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Social Intelligence, Emotions and Brain Training

Prof. John Ratey is associate clinical professor of psychiatry at Harvard Medical School. He is co-author of Driven to Distraction, and A User’s Guide to the Brain: Perception, Attention, and the Four Theaters of the Brain -one of the best introductions to user-friendly brain research I have ever found. He is also the first scientist I am aware of who advocated, in a popular book, for a science-based “brain gym” to train a variety of cognitive skills/ mental muscles.

Thanks to the MindFields blog, we found an old interview with him, by Denise Winn, editor of the Human Givens Journal.

A few quotes from the great interview-worth reading entirely.

First, about Social Intelligence, the topic that Caroline was writing about last week:

JR (John Ratey): “Neurologists and neuroscientists have shown, for instance, that damage to the cortex can affect our ability to be empathic, that problems in the cerebellum can cause social ineptness and that deficits in the right hemisphere can make it hard to understand life’s overall picture. I think of these and other parts as making up the social brain.”…

DW (Denise Winn): “And now it is thought that this cerebellar deficit may explain some of the behaviours of autism?”

JR: “Yes, that’s where this work really started. Being off balance, not being able to do the social dance is a big element in autism. Neurologist Eric Courchesne has found that while a normal baby can shift attention from a parent’s nose to an eye or to the mouth in a fraction of a second, an autistic baby may need as many as five to six seconds to make these shifts. (…) a lot of interesting work has been done, mainly by the distinguished neurologist Antonio Damasio but also others, looking at this key area. The ventromedial cortex is a section of the frontal lobes and it is responsible for the emotion that colours our decision making processes, especially in the personal-social realm.

Contrary to the popular notion that decision making requires a cool head, it is feelings that point us in the right direction, and help us make moral, personal, predictive and planning decisions.”

Now, on the power of “brain training” and Brain Fitness Programs to develop new neuronal pathways and habits:

DW: “But many of the sort of things we’ve been discussing can be altered by training or practice, I think you say.”…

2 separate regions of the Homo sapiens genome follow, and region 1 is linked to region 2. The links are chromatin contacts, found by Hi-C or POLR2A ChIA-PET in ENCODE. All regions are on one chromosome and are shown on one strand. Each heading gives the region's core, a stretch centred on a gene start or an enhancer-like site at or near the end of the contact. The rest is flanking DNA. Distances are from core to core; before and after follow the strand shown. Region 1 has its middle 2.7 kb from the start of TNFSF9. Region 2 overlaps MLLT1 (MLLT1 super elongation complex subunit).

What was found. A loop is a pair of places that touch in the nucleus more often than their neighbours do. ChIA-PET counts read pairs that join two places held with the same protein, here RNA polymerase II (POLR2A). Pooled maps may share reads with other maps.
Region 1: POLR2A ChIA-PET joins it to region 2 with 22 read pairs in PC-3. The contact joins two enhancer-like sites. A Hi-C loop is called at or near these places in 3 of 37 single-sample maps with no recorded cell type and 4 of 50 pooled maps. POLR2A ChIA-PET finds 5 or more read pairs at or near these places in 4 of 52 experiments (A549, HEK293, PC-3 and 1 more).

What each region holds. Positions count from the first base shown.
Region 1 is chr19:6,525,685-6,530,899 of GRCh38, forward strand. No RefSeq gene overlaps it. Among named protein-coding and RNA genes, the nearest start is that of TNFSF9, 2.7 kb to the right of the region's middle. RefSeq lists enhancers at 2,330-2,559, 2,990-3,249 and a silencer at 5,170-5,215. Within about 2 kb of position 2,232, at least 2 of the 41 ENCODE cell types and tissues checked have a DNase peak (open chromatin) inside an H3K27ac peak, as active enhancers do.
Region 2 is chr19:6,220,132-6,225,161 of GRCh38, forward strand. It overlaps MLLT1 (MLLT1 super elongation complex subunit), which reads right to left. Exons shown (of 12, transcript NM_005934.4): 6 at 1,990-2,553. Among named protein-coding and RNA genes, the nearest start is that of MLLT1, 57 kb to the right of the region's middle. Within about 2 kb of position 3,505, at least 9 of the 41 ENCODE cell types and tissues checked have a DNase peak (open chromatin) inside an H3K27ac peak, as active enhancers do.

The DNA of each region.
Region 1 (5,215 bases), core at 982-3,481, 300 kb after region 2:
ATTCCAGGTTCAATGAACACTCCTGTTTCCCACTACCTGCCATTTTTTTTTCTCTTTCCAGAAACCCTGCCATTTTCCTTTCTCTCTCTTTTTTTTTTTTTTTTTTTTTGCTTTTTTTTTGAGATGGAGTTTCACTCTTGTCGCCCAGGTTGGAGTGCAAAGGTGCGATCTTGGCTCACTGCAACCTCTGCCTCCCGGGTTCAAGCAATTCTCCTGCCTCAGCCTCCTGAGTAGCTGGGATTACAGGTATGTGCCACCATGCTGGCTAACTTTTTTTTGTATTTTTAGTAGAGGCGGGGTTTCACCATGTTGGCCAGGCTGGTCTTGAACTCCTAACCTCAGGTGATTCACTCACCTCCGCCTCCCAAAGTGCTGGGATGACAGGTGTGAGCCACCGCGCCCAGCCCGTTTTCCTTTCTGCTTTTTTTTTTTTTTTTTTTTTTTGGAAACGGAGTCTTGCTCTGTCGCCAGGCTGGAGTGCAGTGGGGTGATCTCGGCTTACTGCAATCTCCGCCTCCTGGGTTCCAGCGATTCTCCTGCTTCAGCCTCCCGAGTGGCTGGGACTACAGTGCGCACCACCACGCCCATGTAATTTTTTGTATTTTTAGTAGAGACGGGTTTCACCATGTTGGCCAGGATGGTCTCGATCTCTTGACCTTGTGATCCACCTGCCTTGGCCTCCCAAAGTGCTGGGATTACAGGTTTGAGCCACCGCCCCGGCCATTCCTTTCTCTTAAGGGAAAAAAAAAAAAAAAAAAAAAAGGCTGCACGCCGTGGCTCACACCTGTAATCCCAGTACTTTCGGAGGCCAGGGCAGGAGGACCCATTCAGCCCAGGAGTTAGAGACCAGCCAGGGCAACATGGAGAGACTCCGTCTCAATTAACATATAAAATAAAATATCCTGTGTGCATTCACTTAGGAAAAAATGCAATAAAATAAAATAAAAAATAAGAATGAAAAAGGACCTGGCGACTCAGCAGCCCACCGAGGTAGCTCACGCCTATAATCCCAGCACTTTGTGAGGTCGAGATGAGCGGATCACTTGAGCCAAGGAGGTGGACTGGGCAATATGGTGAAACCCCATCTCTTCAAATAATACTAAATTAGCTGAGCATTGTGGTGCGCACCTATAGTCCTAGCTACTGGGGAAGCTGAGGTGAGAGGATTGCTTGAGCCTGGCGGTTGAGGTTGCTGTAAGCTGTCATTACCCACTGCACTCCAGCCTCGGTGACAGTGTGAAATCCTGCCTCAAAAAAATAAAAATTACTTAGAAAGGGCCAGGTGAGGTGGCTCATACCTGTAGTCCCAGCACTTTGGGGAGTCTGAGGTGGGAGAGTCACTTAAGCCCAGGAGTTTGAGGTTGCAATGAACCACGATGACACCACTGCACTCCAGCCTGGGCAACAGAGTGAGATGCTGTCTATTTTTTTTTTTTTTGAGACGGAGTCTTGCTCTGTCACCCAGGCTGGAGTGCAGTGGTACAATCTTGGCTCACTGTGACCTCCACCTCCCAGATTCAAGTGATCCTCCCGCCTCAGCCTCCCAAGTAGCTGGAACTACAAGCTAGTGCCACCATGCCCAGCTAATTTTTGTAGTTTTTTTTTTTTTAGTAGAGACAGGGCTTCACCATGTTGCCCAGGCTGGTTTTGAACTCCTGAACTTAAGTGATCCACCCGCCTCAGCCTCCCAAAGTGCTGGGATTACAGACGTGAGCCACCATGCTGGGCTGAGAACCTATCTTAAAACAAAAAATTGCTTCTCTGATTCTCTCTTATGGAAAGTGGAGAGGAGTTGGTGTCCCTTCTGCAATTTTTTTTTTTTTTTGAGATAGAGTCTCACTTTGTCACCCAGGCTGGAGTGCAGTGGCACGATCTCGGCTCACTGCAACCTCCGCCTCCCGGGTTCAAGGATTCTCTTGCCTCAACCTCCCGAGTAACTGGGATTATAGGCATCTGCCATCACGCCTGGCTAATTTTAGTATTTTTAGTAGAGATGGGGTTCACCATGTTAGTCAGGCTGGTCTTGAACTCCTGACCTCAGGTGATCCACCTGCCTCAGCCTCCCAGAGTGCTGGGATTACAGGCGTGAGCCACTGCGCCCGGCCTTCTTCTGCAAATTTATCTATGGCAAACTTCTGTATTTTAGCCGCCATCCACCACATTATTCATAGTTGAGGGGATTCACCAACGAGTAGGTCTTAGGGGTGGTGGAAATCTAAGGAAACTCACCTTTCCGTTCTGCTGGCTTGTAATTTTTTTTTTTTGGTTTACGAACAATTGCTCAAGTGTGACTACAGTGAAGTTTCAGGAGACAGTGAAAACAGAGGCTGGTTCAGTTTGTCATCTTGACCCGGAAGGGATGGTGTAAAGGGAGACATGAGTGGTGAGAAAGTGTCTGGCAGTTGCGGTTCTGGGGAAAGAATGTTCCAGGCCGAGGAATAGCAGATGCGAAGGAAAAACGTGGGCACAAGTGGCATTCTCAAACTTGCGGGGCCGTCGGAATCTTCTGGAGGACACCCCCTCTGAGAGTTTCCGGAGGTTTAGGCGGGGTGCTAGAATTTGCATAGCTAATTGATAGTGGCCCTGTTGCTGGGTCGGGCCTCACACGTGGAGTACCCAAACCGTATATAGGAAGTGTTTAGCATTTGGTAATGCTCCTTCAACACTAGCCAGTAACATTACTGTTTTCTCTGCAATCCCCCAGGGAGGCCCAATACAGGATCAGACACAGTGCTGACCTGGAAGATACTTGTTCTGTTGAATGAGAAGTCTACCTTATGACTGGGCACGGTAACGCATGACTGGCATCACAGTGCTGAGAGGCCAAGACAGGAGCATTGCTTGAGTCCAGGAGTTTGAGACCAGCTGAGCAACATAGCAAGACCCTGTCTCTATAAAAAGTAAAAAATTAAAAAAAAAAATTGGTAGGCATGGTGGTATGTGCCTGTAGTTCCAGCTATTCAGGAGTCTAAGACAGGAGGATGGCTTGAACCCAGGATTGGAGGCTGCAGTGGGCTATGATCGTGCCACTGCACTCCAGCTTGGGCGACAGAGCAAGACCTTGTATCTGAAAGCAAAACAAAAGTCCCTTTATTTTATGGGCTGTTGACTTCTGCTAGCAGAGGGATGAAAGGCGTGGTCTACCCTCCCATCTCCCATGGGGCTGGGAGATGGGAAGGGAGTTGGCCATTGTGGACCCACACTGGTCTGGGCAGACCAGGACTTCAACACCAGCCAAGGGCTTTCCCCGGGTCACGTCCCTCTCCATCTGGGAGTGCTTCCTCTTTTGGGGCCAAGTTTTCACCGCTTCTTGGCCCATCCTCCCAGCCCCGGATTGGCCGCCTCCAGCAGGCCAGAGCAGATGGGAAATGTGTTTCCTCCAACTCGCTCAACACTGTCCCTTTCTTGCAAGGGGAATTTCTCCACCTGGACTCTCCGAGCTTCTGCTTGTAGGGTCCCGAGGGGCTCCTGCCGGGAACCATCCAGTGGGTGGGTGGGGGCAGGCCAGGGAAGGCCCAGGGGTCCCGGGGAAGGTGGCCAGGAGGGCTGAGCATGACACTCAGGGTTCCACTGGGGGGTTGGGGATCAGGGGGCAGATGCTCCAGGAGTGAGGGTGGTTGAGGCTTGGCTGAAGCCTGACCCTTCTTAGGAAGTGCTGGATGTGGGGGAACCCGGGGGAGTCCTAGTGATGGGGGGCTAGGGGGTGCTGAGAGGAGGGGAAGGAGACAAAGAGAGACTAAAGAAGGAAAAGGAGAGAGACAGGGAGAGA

JR: “Okay, well, let’s go to an extreme. In some of the autism centres in the United States, one of the big training methods is to develop social practice sessions early on. The kids are taught not just to ask, “How are you?” in a contact with someone they know, but to ask a second question, which focuses on remembering something about that person and asking something personal like, “How did it go for you yesterday, at the test?” or whatever. That can be done through training. A study showed that just doing that really increased children’s socialisation.

It is the same thing with my engineers or my computer people. It is enormously helpful just getting them to modify the way they talk on the phone or to realise that, when they meet people, they don’t have to just talk and talk and talk, which some of them do and which then chases everybody away. Getting focused solely on answering another person’s question about themselves, instead of asking their own questions, ruins a lot of social interactions. Just by changing the script, or rather, by giving them a script, one can see a big change.”

Keep reading the interview.

More on social intelligence:

Social Intelligence and Mirror Neurons
Social Intelligence and the Frontal Lobes

 And on Antonio Damasio’s work on Emotions and Decision-Making


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2 Responses

  1. eleanor says:

    Thank you for your mention of our blog in this post!

  2. Alvaro says:

    Thank you for letting us find that interview. And for your comments!

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Categories: Cognitive Neuroscience, Education & Lifelong Learning, Health & Wellness, Neuroscience Interview Series

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